Pingers are a type of Acoustic Deterrent Device (ADD) – devices that emit sound at various audio frequencies, to alert marine mammals of fishing gear. Pingers are small, battery-operated and attach to nets at varying intervals. Pingers have been widely adopted on gillnets to deter small cetaceans, and have also been trialled and are used on trawls, longlines and pot/trap gear, to varying effects.

Pingers used in gillnets have relatively low acoustic outputs, whereas those trialled and used on trawls are louder, noting the loud operational conditions of trawls. The effectiveness of pingers in reducing bycatch differs between gillnet, trawl, longline and pot/trap gear. It is also likely to be more economically viable to deploy pingers on smaller, contained gear (such as static nets), rather than gear that extends over great distances (such as longlines). 

There are different types of pinger, such the Dolphin Deterrent Device (DDD) and Fishtek Marine’s ‘Banana Pinger’ which has three variations, designed specifically to alert whales, dolphins and porpoise from static nets.



Certain pingers are required by law in various countries, including in the UK for vessels over 12m, using bottom set gill nets or entangling nets, in: the Celtic Sea (all year round); and the North Sea (all year round for net mesh size of 220mm or more, or from 1 August – 31 October for all nets of 400m or less).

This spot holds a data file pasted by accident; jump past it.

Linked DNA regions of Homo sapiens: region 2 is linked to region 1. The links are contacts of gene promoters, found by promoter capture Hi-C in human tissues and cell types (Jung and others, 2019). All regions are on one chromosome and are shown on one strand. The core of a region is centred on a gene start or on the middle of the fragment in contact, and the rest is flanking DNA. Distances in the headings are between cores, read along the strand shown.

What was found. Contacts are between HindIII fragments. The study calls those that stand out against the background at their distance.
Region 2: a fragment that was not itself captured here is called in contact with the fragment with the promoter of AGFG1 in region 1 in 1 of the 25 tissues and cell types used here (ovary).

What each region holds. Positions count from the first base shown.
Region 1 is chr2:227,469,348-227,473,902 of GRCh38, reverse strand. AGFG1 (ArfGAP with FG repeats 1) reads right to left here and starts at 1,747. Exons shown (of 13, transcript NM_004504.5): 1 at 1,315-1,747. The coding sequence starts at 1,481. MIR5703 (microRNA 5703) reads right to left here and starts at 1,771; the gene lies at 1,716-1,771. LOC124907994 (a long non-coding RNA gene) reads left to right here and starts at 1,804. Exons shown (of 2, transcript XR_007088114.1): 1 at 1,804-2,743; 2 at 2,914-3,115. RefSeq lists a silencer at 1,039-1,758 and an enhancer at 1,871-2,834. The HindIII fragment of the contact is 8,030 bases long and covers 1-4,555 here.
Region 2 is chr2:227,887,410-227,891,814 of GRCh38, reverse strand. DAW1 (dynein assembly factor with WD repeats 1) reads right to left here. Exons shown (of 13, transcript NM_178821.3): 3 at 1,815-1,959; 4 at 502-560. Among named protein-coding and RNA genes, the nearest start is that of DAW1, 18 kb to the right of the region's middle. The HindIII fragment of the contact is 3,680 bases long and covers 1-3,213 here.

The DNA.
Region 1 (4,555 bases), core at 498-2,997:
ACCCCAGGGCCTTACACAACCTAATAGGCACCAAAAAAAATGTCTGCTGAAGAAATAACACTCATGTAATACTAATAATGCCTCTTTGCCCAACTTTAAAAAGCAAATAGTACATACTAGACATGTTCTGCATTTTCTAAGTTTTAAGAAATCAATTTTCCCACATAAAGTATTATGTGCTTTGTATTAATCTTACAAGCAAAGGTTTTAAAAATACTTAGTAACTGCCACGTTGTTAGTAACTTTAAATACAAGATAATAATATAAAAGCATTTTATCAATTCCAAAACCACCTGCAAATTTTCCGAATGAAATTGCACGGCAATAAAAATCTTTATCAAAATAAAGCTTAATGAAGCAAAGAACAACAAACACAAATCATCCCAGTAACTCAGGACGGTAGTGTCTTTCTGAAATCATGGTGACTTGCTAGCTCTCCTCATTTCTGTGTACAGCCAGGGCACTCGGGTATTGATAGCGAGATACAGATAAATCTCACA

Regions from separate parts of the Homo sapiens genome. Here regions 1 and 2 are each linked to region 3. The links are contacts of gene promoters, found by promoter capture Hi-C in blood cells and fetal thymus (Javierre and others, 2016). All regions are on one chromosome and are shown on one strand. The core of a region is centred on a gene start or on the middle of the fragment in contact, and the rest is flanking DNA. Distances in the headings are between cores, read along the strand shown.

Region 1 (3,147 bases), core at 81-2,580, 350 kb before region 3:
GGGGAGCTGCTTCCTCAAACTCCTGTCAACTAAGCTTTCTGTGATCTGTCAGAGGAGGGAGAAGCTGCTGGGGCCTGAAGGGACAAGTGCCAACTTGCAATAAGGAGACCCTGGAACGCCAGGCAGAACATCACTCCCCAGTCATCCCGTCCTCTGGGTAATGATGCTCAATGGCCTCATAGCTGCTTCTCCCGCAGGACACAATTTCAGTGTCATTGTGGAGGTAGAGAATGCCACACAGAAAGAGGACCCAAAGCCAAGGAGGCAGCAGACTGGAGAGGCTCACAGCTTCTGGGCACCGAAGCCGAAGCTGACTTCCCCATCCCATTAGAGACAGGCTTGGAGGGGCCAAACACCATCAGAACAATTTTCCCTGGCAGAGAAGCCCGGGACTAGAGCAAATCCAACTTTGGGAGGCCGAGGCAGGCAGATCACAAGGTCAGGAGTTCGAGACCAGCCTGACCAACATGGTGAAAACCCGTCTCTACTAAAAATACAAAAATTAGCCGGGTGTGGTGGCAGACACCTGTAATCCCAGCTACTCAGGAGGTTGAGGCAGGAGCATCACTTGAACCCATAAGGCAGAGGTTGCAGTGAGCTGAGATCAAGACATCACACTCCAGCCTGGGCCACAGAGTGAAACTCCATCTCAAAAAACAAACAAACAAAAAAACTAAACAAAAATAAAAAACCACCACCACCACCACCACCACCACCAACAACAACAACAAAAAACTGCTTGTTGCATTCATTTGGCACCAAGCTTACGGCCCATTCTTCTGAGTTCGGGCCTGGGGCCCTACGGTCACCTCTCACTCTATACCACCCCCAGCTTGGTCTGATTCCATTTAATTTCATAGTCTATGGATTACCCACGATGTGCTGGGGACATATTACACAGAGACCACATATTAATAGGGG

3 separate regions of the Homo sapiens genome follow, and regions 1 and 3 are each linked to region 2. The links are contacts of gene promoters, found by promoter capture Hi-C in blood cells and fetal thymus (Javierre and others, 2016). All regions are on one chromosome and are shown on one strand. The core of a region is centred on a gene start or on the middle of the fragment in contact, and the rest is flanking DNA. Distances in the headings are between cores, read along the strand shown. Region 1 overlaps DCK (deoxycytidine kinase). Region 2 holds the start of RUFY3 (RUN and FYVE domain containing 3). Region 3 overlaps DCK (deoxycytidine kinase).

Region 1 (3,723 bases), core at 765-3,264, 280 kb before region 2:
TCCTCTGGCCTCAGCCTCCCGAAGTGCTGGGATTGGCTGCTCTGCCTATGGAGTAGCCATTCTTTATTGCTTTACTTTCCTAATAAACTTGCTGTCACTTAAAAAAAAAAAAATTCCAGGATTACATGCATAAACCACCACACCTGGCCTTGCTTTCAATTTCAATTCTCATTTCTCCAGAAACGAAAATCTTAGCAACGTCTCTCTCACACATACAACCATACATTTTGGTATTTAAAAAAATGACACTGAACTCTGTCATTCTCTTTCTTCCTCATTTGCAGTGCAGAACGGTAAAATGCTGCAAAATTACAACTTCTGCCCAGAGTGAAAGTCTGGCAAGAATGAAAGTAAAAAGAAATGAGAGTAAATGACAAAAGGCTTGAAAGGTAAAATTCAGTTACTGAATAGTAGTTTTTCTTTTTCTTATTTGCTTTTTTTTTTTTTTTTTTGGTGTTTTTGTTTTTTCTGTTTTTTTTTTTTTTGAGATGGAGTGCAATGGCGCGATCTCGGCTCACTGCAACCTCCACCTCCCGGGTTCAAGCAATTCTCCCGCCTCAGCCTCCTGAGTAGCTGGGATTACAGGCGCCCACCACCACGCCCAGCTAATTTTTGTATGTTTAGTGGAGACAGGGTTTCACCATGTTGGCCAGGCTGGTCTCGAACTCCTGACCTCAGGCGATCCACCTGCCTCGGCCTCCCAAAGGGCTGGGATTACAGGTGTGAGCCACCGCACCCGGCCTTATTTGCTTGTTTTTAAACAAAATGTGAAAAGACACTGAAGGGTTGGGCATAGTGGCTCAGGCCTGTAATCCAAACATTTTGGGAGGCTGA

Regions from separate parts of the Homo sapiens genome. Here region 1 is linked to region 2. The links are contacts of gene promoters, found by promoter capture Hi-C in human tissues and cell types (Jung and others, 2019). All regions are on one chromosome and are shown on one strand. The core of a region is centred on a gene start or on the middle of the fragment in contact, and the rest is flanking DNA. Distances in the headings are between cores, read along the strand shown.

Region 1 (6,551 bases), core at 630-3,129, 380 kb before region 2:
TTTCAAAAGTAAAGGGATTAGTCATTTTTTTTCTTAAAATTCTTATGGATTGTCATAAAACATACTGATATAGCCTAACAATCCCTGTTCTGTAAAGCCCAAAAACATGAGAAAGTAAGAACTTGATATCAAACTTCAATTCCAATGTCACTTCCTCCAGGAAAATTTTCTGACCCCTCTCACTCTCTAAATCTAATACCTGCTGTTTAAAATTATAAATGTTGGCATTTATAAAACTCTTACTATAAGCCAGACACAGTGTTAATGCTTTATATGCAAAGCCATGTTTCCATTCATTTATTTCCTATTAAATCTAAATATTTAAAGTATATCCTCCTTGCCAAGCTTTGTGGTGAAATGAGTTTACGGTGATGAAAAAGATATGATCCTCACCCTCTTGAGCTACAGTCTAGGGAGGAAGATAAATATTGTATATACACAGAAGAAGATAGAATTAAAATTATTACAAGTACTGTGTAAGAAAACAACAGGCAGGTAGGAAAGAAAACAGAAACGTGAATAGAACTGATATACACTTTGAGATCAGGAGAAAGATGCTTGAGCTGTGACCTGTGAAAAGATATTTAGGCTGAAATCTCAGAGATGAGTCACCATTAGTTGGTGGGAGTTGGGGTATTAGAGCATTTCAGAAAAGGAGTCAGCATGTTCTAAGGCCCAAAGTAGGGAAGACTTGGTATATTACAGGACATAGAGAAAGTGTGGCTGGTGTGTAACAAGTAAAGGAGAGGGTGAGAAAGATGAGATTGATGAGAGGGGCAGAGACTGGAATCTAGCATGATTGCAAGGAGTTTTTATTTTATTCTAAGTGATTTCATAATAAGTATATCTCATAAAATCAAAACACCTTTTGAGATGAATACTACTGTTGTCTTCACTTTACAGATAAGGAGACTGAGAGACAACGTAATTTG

A study between August 2012 and March 2013 in Cornwall suggested that the deployment of Fishtek Marine’s ‘Banana Pingers’ on fishing nets would likely reduce net-harbour porpoise interaction, and suggested that harbour porpoise did not habituate to pingers, nor did pinger use lead to long-term displacement of the species. A later study conducted in the Baltic Sea found that the same device once activated could cause some harbour porpoise to have an adverse behavioural reaction, whereas 25% of individuals did not respond at all. The strong behavioural responses observed may indicate that pinger use should be focused in space and time, or that acoustic devices which cause less severe behavioural responses are required.

Pingers have been found to be successful in reducing small cetacean bycatch in other gillnet fisheries. For example, a study of several Norway gillnet fisheries found an estimated 94% reduction in the risk of harbour porpoise bycatch with minimal impact on day-to-day fishing operations (in terms of time costs and catch rates). However, results for pingers appear to be species- and fishery-specific, rather than universal. How pingers are deployed also appears to be important, with a study of gillnet fisheries in the Baltic Sea finding that using a low prevalence of pingers can counterintuitively increase harbour porpoise bycatch in comparison to using no pingers at all; the researchers suggested that a low prevalence of pingers increases the movement of harbour porpoise, displacing the animals and thus increasing their chances of encountering gillnets which are unequipped with pingers. The researchers therefore recommended that if pingers are used, they need to be consistently deployed across a significant proportion of fishing vessels operating in the area, although the potential physiological risks to the animals of increasing noise pollution must also be taken into consideration